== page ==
Class of 3000: Music Volume One
t helped that on my first listen of Class of 3000 I was utterly unaware of its parent cartoon series, and hence rather impressed at how under the radar the new 3000 album was flying. Possibly the fantastically annoying voices are some form of copy-protection, I speculated. One of them muses, on “Life Without Music,” “At least then people couldn’t download your songs.” Huh.
More fool me, to be sure, but a naïve listen did the record itself a favor. Because underneath, and largely independent of, the cartoonish shenanigans 3000 has created the most faithful tribute to his own hare-brained, too-stoned-to-use-any-actual-drugs vision of music since, at least, Stankonia.
The Love Below and Idlewild flailed about in the throes of 3000’s search for a sweet spot free of the increasingly suffocating constraints of conventional hip-hop; for, if you will permit an extended metaphor, the musical equivalent of those lurid tartan trousers that show up anytime 3000 wants to look his best. On the last couple of records we were given to understand that 3000 likes jazz and singing, and so should we. But for 3000 it is less about the constituents themselves, and all about the juxtapositions. I suspect he would make a terrifying, brilliant chef; he’s got the temperament down pat.
If I understand correctly, 3000 is contractually obligated to the show for the voice of ice-cold teacher Sunny Bridges and one song a week. It would appear the discipline of the deadline agrees with him; either that or planning to play for kids cuts him loose from the killer-single-and-doolally-supporting-guff template he’s been working from. You’ll find nothing that would last a second in a police lineup of singles, but Class of 3000 is unmarred by anything as dull as the back half of Idlewild. And then there’s the dayglo trousers lurking somewhere in every song.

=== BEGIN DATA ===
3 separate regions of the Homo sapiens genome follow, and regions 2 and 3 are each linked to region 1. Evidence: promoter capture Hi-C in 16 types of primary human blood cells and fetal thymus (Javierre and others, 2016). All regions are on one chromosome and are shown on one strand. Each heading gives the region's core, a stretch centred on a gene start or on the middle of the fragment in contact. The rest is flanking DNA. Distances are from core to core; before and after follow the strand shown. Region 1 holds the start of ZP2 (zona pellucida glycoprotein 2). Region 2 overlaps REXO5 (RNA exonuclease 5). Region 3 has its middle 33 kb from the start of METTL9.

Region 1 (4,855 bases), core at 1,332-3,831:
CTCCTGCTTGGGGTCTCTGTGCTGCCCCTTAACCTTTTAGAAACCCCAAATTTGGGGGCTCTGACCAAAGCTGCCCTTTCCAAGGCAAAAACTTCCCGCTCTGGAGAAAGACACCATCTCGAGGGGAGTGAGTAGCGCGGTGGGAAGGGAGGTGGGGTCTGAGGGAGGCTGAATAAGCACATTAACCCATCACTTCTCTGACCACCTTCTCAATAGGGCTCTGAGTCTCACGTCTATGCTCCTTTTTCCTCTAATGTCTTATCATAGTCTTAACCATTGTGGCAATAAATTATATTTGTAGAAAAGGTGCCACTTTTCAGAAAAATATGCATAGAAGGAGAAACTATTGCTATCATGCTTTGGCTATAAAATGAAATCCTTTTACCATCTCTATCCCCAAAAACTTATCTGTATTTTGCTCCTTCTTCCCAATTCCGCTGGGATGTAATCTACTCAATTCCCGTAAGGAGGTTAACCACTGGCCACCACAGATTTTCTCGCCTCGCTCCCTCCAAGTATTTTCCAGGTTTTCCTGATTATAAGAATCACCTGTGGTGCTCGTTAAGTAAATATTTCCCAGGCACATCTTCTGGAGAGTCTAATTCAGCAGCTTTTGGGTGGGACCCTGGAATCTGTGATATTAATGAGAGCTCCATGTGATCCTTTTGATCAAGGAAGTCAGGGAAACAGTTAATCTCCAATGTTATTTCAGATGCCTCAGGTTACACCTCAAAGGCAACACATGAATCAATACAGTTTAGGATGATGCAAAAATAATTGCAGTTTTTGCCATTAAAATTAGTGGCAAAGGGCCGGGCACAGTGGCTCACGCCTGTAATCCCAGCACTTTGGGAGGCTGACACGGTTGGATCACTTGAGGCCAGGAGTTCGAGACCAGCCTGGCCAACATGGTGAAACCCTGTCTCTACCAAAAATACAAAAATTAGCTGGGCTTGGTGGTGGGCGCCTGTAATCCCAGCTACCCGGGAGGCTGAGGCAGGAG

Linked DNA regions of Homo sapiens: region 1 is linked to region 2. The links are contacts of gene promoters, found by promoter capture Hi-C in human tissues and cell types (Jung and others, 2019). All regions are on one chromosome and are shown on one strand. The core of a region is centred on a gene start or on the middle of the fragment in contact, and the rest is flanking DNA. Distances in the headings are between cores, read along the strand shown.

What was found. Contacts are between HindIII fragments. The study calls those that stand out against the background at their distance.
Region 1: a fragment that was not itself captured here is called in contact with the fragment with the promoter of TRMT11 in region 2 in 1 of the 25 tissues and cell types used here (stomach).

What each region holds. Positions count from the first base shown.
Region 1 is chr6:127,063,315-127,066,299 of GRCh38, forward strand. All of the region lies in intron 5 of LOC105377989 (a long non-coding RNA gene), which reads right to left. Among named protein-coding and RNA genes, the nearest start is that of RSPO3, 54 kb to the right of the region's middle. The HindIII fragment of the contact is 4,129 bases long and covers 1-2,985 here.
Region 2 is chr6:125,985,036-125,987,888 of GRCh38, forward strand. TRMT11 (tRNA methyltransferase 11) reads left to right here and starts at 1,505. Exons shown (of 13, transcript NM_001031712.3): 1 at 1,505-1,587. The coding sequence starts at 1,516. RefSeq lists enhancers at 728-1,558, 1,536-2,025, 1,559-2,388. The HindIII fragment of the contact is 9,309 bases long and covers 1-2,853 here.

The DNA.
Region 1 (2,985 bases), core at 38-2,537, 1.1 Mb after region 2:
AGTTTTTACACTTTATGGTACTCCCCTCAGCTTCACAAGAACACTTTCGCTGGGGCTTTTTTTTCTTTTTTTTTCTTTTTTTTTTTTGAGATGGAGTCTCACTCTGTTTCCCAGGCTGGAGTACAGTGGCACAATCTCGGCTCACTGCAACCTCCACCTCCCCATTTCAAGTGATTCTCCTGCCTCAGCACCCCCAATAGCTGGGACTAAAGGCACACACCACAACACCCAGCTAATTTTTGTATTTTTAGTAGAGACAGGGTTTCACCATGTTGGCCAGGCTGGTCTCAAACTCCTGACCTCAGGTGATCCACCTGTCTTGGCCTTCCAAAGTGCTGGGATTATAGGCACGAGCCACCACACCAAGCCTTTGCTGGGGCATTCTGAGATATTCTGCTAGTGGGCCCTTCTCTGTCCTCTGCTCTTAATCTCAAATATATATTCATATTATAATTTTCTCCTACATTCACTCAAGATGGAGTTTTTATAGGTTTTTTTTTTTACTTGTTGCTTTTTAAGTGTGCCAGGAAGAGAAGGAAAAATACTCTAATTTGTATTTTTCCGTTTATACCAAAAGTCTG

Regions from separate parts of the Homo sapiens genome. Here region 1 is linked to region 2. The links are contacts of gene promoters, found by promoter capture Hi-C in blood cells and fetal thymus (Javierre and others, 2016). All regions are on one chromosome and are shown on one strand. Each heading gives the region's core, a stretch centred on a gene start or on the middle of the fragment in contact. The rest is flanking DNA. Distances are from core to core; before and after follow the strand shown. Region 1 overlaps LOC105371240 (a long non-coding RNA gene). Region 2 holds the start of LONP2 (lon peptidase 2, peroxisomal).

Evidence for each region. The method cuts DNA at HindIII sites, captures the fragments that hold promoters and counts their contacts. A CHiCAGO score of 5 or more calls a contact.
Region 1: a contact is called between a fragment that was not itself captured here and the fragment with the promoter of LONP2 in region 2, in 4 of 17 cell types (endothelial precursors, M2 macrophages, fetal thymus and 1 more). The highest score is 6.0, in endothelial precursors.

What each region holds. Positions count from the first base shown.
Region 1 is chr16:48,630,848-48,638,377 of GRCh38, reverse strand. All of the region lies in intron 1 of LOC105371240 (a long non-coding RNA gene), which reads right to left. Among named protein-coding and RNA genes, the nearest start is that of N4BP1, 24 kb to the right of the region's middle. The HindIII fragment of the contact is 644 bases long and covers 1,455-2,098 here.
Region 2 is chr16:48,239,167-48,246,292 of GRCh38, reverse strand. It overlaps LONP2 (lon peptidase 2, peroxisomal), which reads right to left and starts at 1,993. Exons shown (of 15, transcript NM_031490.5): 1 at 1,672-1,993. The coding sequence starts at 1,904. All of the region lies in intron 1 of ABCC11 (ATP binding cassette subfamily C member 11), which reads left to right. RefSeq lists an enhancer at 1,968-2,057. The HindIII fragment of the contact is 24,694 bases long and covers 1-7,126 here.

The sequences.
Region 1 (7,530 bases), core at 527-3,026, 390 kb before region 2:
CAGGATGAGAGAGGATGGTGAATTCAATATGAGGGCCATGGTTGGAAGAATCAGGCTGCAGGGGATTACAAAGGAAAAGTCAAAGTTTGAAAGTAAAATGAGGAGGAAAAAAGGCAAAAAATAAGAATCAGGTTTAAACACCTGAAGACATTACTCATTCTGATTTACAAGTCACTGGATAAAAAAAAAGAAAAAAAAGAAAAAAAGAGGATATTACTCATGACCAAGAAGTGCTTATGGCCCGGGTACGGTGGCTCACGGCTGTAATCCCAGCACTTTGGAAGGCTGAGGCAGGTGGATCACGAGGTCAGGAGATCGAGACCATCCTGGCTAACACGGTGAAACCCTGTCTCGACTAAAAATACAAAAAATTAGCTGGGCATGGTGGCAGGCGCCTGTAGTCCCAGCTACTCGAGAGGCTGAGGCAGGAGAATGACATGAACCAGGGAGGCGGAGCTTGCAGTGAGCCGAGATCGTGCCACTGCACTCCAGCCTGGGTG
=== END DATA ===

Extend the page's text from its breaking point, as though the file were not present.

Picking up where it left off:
3000 gives free rein to his extreme randomness, in both quality and subject material. Presumably only the fittest made it to this compilation, thus no “Farm Song” (sample lyric: “Farming is cool,” sung in 3000’s schoolmarm’s baritone); but we are fortunate to get the only slightly less bizarro “Oh Peanut”—a song, apparently, about how great peanuts are. No, actually.
It would be a stretch to claim any staying power for this album, depending on exactly much how you loathe the voices of the Class. If you can make it through a single listen without wanting to disembowel Madison, you are a far better man than me. Worse is “Kim Kam Jam,” a rather trite piano vamp stuffed full of corny jazz signposts, including shoutouts that sound disconcertingly like sexual child’s play. Possibly it is less discomfiting if you’re watching the associated cartoon. But every time you want to throttle a small child, André distracts you with something marvelous, unlooked for and untoward.
Take, for example, the miraculously thrilling “UFO Ninja.” (I gather the song originally covered the rescue of one of the Class from Roswell MIBs). The song opens with a politically incorrect “Chinese Music” signifier caked in spacey reverb and a falsetto declaration: “I am a Ninja / UFO Ninja.” (Of course you are, André dear.)
You wait for longer than seems necessary, you wonder if anyone is in fact coming, and then 3000 uncorks a streamlined Afropop beat that Damon Albarn would cut out his own heart with the sharp end of a Vieux Farka Toure LP to have written, complete with guitar punctuation so flattened you can hear the frets eroding. It is gripping enough to make one wonder what André would do with a full-time Afrobeat band behind him, and whether he has the patience to stick with any style or discipline long enough to yield more than mere pastiche.
Oh shit. I just used the word “signifier” in a review of a cartoon’s soundtrack album.